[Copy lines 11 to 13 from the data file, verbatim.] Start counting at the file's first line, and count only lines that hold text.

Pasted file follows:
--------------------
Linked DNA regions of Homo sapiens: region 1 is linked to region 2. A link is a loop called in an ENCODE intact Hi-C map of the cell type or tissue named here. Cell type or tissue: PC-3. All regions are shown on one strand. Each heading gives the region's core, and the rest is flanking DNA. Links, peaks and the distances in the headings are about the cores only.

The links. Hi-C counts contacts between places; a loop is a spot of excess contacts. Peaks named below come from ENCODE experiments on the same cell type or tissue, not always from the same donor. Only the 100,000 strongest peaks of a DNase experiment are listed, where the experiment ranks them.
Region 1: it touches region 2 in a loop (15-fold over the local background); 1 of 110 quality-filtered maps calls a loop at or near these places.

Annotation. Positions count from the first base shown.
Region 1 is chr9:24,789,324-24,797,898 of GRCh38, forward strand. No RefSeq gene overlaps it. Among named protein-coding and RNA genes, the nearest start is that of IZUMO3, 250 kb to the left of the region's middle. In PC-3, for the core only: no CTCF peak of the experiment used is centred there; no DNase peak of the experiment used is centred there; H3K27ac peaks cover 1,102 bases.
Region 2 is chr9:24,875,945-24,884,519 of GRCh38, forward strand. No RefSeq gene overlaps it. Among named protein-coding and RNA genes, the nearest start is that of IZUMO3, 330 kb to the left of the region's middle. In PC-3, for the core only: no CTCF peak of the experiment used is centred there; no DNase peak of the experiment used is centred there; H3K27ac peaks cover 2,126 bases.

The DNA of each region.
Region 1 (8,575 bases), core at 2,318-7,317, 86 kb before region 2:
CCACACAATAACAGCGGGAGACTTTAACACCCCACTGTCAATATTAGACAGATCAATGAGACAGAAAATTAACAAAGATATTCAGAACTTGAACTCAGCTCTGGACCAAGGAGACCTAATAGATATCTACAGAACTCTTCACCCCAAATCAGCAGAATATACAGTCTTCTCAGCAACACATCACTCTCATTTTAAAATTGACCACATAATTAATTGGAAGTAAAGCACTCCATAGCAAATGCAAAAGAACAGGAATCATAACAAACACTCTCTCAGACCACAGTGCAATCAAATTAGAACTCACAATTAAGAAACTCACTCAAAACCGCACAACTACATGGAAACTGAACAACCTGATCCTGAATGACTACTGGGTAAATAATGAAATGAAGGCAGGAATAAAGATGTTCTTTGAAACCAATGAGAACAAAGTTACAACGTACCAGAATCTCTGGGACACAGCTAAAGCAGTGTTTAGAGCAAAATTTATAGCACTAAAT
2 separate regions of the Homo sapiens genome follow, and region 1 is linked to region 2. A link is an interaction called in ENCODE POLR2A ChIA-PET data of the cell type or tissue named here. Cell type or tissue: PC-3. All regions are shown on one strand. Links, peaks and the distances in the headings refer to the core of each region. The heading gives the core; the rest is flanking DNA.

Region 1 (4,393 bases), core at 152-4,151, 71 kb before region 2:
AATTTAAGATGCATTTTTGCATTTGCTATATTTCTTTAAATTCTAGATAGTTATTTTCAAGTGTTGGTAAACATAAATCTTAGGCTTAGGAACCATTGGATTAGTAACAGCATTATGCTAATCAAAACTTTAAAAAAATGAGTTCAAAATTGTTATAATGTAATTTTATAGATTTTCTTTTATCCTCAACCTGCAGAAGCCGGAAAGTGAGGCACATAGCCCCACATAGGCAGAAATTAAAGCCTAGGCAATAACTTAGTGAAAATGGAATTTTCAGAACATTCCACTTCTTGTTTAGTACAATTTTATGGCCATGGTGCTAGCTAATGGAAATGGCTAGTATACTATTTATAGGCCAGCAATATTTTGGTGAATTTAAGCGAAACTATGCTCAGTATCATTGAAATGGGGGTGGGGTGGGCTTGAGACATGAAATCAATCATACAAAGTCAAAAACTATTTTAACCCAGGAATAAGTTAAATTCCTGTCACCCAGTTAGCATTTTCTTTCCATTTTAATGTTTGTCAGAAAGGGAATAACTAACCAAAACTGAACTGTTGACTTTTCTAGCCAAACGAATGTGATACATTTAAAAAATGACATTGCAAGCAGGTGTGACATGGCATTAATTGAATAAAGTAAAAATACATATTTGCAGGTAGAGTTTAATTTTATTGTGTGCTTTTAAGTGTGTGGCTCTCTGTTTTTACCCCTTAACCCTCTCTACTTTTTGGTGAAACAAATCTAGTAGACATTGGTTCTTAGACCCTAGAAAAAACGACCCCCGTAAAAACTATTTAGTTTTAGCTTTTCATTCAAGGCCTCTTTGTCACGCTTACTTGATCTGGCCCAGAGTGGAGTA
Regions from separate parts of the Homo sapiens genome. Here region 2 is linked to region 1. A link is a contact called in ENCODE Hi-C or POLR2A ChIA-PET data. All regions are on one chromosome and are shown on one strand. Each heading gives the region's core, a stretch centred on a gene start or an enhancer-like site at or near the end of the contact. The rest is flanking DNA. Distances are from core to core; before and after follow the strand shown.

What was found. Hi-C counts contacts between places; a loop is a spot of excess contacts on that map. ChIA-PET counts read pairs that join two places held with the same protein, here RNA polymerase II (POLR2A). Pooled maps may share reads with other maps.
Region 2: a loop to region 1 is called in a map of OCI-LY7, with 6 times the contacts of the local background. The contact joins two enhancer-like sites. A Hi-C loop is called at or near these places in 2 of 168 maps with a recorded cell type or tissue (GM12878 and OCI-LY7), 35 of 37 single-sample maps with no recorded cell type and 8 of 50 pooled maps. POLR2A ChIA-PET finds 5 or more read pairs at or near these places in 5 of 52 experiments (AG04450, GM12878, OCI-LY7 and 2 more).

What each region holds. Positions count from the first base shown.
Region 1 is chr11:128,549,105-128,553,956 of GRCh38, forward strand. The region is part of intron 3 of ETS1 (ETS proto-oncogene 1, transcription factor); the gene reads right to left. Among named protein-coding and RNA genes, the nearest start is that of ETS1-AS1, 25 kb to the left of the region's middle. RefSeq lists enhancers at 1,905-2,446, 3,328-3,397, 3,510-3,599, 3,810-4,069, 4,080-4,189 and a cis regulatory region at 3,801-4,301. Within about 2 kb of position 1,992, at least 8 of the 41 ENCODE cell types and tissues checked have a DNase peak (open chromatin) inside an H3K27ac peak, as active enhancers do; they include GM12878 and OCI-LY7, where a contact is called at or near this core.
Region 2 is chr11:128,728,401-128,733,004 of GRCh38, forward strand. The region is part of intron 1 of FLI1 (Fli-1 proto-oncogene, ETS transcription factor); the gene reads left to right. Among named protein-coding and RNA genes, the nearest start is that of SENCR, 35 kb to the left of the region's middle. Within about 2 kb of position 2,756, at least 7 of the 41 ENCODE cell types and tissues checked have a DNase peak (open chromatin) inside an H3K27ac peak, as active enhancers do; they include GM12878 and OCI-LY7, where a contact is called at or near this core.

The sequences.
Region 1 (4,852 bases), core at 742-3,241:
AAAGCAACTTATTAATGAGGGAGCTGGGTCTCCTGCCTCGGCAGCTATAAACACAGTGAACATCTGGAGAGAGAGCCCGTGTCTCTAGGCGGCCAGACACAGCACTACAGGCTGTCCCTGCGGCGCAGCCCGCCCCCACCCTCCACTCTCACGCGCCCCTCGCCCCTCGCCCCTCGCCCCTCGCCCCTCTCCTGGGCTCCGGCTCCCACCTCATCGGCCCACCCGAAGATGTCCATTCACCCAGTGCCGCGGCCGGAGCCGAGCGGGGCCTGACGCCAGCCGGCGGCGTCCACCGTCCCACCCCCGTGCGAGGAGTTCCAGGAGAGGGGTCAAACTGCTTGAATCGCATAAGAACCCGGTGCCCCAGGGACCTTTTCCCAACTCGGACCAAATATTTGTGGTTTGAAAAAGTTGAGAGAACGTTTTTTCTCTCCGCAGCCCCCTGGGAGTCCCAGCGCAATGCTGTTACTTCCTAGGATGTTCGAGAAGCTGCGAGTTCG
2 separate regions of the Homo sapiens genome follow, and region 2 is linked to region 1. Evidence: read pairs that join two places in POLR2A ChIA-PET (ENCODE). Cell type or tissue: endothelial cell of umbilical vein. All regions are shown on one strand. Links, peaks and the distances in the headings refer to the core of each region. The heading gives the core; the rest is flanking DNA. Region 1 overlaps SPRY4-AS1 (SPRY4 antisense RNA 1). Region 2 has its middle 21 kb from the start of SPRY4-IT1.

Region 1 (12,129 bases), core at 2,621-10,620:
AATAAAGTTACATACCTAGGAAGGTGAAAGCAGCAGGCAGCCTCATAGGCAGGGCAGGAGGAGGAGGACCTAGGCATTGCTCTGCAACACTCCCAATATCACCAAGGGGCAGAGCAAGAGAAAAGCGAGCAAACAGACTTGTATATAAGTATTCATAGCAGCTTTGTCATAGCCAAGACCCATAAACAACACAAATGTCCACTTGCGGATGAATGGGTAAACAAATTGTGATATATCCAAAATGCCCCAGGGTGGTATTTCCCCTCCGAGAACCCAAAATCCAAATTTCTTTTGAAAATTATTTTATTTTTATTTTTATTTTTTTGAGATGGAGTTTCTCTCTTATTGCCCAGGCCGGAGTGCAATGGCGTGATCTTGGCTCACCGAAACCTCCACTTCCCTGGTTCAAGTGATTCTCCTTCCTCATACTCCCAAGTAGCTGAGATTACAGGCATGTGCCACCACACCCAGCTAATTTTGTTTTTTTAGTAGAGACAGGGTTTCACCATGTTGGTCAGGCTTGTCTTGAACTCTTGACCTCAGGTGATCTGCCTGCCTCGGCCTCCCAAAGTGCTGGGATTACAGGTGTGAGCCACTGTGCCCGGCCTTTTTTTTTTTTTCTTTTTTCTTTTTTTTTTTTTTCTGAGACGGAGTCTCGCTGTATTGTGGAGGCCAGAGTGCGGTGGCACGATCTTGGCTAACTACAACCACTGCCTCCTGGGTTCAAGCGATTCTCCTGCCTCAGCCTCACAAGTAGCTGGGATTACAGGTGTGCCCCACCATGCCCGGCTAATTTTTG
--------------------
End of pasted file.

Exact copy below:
Region 1 (4,393 bases), core at 152-4,151, 71 kb before region 2:
AATTTAAGATGCATTTTTGCATTTGCTATATTTCTTTAAATTCTAGATAGTTATTTTCAAGTGTTGGTAAACATAAATCTTAGGCTTAGGAACCATTGGATTAGTAACAGCATTATGCTAATCAAAACTTTAAAAAAATGAGTTCAAAATTGTTATAATGTAATTTTATAGATTTTCTTTTATCCTCAACCTGCAGAAGCCGGAAAGTGAGGCACATAGCCCCACATAGGCAGAAATTAAAGCCTAGGCAATAACTTAGTGAAAATGGAATTTTCAGAACATTCCACTTCTTGTTTAGTACAATTTTATGGCCATGGTGCTAGCTAATGGAAATGGCTAGTATACTATTTATAGGCCAGCAATATTTTGGTGAATTTAAGCGAAACTATGCTCAGTATCATTGAAATGGGGGTGGGGTGGGCTTGAGACATGAAATCAATCATACAAAGTCAAAAACTATTTTAACCCAGGAATAAGTTAAATTCCTGTCACCCAGTTAGCATTTTCTTTCCATTTTAATGTTTGTCAGAAAGGGAATAACTAACCAAAACTGAACTGTTGACTTTTCTAGCCAAACGAATGTGATACATTTAAAAAATGACATTGCAAGCAGGTGTGACATGGCATTAATTGAATAAAGTAAAAATACATATTTGCAGGTAGAGTTTAATTTTATTGTGTGCTTTTAAGTGTGTGGCTCTCTGTTTTTACCCCTTAACCCTCTCTACTTTTTGGTGAAACAAATCTAGTAGACATTGGTTCTTAGACCCTAGAAAAAACGACCCCCGTAAAAACTATTTAGTTTTAGCTTTTCATTCAAGGCCTCTTTGTCACGCTTACTTGATCTGGCCCAGAGTGGAGTA
Regions from separate parts of the Homo sapiens genome. Here region 2 is linked to region 1. A link is a contact called in ENCODE Hi-C or POLR2A ChIA-PET data. All regions are on one chromosome and are shown on one strand. Each heading gives the region's core, a stretch centred on a gene start or an enhancer-like site at or near the end of the contact. The rest is flanking DNA. Distances are from core to core; before and after follow the strand shown.